The sun rises, birds sing, grass is green, and trans people in Florida and Tennessee are embroiled in legal debates over what public bathroom they use.
NewNowNext reported March 5 on Tennessee House Bill 1151, a bill redefining indecent exposure “to include incidents occurring in a restroom, locker room, dressing room, or shower, designated for single-sex, multi-person use, if the offender is a member of the opposite sex than the sex designated for use.”
Queer advocates in Tennessee have taken aim at the bill’s language, saying that it could be used to discriminate against trans people. Language like: “A medical, psychiatric, or psychological diagnosis of gender dysphoria, gender confusion, or similar conditions, in the absence of untreated mental conditions, such as schizophrenia, does not serve as a defense to the offense of indecent exposure.”
The day after, NewNowNext also reported on an ongoing courtroom battle surrounding 18-year-old trans man Drew Adams and St. John’s County School Board in Florida. When Adams began his transition, school administrators required him to use gender-neutral bathrooms and not the boys’ bathroom. Adams, his family, and attorneys from Lambda Legal sued the school board and won in federal court.
Later, the school board appealed this decision to the 11th Circuit Court of Appeals. The 11th Circuit Court’s jurisdiction includes Florida, Georgia, and Alabama. A decision here would set precedents for trans people using public bathrooms in the deep American South, where this kind of bathroom drama keeps on happening.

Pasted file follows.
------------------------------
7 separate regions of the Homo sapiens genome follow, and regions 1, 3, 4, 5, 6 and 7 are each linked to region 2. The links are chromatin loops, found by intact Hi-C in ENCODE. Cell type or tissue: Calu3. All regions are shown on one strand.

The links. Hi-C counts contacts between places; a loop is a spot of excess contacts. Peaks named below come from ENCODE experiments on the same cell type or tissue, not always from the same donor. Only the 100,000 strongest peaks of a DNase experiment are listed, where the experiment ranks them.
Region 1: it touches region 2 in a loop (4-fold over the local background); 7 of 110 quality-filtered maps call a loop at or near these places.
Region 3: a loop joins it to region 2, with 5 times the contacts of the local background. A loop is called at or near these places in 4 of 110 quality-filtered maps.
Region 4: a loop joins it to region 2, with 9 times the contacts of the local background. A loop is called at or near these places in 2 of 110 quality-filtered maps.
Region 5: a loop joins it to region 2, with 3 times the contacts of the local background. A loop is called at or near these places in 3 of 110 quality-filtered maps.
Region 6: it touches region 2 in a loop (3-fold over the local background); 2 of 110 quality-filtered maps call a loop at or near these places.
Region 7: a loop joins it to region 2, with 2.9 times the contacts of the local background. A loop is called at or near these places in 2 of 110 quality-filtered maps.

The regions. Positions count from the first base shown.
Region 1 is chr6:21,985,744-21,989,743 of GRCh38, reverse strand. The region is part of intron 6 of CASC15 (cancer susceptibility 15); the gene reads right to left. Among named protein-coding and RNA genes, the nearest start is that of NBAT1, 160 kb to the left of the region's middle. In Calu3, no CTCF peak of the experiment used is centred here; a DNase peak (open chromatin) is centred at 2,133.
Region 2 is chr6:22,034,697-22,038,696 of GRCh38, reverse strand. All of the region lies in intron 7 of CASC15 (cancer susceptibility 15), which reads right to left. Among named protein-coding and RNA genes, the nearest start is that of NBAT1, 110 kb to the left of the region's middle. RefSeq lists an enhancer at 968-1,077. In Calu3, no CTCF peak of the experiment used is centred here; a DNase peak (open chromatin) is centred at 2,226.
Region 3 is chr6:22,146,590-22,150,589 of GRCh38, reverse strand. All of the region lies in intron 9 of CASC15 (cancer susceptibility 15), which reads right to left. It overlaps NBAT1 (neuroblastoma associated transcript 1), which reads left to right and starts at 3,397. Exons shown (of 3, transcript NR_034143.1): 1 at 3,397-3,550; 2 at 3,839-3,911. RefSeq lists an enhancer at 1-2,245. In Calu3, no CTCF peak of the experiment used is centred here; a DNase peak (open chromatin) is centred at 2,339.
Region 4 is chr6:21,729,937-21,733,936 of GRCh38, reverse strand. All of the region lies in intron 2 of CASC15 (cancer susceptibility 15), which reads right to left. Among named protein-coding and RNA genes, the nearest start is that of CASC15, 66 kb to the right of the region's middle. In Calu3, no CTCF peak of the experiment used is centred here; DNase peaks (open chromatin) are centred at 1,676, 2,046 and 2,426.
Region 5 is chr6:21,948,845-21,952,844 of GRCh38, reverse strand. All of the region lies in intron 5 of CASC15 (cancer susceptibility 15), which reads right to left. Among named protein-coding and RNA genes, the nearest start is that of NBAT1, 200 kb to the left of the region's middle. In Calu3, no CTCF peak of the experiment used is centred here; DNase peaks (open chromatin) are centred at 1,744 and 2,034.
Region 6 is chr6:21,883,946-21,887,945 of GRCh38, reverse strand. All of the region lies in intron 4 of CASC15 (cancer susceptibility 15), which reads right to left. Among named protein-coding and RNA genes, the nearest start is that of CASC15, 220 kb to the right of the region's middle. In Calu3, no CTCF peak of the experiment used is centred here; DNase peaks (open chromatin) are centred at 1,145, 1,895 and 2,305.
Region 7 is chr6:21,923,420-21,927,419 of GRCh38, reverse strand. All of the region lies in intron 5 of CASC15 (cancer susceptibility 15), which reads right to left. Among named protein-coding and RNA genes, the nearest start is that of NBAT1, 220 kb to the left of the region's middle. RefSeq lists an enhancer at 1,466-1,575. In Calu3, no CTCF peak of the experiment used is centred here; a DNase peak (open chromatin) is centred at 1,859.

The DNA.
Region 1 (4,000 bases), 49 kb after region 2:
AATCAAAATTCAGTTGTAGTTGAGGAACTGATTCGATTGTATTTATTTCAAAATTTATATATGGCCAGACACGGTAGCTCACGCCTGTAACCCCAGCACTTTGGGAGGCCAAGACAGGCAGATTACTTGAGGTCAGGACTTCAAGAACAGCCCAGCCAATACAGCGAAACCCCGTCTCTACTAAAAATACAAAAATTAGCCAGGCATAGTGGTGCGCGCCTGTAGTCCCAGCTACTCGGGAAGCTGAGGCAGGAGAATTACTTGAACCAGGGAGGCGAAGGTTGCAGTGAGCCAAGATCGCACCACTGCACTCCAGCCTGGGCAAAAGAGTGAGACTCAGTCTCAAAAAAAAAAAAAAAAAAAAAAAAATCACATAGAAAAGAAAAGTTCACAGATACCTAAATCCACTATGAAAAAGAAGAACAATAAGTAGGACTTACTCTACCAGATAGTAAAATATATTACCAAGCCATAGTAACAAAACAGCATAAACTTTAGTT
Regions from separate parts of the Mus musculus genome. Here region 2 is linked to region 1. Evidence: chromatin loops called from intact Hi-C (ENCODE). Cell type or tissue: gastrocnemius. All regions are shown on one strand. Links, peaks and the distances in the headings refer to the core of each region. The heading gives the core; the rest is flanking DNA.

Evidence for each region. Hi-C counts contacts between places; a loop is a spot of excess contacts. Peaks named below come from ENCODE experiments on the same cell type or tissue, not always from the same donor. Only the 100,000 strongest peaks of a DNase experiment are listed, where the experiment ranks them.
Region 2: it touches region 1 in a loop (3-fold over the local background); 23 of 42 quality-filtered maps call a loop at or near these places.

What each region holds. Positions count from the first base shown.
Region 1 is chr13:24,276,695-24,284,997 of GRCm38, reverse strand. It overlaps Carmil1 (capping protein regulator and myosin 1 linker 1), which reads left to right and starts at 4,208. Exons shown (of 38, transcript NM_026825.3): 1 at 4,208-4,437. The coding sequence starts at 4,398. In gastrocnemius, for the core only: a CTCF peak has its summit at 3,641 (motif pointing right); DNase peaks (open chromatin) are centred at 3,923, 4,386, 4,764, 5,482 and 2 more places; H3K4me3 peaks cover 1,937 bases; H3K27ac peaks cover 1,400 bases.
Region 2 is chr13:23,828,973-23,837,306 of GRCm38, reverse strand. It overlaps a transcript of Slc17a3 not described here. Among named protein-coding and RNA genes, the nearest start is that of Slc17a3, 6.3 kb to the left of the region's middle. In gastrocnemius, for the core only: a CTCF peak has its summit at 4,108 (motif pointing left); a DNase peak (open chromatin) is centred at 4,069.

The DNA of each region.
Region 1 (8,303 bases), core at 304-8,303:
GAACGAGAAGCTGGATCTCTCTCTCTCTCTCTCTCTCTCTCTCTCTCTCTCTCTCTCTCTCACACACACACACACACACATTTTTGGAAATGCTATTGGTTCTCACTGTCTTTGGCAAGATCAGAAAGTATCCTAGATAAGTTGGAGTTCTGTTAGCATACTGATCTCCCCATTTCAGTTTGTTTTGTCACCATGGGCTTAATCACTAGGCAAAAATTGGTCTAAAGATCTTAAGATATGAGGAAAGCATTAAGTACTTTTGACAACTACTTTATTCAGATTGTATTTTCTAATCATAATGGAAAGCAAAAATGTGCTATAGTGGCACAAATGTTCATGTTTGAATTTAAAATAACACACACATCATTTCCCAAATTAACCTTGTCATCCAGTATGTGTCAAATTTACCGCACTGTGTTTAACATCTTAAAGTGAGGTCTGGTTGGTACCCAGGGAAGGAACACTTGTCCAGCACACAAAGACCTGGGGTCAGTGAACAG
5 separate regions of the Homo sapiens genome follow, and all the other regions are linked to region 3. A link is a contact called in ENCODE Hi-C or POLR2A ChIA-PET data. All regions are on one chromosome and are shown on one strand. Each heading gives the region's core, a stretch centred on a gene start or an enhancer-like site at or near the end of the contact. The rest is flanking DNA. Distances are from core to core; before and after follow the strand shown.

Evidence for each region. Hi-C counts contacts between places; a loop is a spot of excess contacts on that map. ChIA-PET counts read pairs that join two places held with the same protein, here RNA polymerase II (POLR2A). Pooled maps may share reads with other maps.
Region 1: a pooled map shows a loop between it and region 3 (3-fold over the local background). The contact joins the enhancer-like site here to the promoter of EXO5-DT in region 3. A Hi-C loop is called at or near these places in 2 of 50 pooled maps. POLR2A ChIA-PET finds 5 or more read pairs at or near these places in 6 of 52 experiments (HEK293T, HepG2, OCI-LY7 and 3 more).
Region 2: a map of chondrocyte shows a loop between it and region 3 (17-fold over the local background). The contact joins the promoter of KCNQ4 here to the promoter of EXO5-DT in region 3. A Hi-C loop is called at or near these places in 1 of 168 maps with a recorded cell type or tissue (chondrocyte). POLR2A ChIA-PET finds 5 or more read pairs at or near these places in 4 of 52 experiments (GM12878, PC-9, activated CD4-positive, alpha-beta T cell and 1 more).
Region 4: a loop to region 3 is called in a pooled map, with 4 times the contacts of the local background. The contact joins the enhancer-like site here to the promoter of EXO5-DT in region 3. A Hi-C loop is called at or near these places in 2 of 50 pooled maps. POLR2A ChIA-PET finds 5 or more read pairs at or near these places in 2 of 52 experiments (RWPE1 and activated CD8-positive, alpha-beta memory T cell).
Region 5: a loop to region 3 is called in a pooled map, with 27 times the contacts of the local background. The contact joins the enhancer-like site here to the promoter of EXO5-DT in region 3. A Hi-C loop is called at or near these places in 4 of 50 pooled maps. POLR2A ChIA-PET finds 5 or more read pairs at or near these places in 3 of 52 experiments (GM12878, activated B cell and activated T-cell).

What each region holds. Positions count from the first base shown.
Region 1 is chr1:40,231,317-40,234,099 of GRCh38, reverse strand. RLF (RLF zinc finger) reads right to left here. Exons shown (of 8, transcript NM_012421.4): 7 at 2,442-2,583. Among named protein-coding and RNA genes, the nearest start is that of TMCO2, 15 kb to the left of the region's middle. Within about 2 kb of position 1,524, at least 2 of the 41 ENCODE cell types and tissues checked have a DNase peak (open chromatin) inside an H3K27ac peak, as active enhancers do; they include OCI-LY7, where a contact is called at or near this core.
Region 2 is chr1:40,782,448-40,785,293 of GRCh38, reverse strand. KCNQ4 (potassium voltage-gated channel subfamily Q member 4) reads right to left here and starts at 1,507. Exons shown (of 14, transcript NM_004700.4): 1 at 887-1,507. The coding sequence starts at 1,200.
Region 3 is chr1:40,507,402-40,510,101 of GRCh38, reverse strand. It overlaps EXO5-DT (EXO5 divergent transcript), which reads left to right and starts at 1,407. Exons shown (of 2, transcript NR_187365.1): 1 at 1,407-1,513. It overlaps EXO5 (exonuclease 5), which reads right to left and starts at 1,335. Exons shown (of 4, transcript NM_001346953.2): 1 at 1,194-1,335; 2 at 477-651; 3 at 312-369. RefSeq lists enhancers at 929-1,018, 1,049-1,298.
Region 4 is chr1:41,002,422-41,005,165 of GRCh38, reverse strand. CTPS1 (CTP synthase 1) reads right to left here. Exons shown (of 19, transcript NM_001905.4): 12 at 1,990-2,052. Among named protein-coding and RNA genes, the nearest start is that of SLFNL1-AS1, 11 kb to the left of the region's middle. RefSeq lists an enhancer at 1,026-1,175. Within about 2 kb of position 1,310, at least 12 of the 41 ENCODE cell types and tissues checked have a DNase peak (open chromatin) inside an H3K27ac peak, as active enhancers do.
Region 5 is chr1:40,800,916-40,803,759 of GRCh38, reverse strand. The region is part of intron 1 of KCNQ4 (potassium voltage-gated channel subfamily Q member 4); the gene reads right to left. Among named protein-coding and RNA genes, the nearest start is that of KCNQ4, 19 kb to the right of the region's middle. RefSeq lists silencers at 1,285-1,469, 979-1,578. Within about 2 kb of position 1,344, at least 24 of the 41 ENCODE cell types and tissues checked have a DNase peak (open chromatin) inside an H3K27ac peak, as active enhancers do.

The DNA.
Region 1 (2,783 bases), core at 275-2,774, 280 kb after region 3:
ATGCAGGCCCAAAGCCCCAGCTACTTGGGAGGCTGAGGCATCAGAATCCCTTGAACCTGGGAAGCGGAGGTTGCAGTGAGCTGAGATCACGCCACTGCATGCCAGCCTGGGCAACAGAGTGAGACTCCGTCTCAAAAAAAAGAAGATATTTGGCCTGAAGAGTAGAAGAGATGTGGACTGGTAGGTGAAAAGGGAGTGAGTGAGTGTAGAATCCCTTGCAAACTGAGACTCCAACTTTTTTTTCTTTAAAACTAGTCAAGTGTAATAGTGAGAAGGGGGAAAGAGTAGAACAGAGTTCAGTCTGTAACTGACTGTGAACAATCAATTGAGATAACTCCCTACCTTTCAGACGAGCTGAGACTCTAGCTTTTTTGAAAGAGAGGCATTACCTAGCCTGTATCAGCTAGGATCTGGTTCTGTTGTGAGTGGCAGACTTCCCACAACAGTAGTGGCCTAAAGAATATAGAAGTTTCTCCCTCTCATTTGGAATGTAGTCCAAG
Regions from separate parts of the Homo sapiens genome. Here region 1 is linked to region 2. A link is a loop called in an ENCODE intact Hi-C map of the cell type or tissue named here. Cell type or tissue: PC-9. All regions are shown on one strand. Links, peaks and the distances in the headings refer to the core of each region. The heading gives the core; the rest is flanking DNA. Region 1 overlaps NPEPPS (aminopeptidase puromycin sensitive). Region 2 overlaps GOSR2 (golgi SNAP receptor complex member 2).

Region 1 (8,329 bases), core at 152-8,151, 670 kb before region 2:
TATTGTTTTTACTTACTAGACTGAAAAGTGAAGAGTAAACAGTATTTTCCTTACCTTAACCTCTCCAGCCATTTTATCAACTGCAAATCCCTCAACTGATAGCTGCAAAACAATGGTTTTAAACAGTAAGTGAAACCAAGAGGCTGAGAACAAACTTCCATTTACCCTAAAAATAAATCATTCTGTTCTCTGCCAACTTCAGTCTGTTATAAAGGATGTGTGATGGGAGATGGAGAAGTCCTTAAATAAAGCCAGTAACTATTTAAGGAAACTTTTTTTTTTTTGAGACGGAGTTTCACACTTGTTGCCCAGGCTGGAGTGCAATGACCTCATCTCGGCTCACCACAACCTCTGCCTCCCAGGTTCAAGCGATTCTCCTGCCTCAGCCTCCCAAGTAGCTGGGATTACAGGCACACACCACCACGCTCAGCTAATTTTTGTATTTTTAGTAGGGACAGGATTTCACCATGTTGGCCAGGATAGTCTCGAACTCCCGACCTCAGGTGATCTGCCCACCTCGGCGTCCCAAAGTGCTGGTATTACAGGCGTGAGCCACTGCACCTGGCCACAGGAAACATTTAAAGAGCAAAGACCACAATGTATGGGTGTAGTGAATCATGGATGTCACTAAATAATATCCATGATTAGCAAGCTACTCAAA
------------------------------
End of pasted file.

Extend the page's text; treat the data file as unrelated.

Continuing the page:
Yet again, with the certainty that the sun will rise in the morning, there continues to be outcry and controversy surrounding the fear of trans people using the bathroom. We have had this debate over and over again, and it feels like we should have solved this by now. Nearly three years ago, North Carolina passed into law what came to be known as House Bill 2. The law required that schools and public facilities only allow people into single-gender bathrooms if their birth certificate corresponds with it.
The bill was nakedly anti-trans, immediately challenged by queer legal advocates, and found to be in violation of the Civil Rights Act by the DOJ. And after mounting legal and social pressure, the North Carolina legislature partially repealed the bill.
Despite legal precedent against the cases of the school board and Tennessee House Bill 1151, the idea of trans people using the bathroom still sparks fear. It sparks enough fear to make cases and bills like these even possible. With the outcry against North Carolina’s House Bill 2, there is also precedent for bills and cases targeting trans people to be fought against. Public opinion turned against House Bill 2; it can turn against Tennessee’s bill and the school board’s appeal.
Photo courtesy of Wikimedia Commons.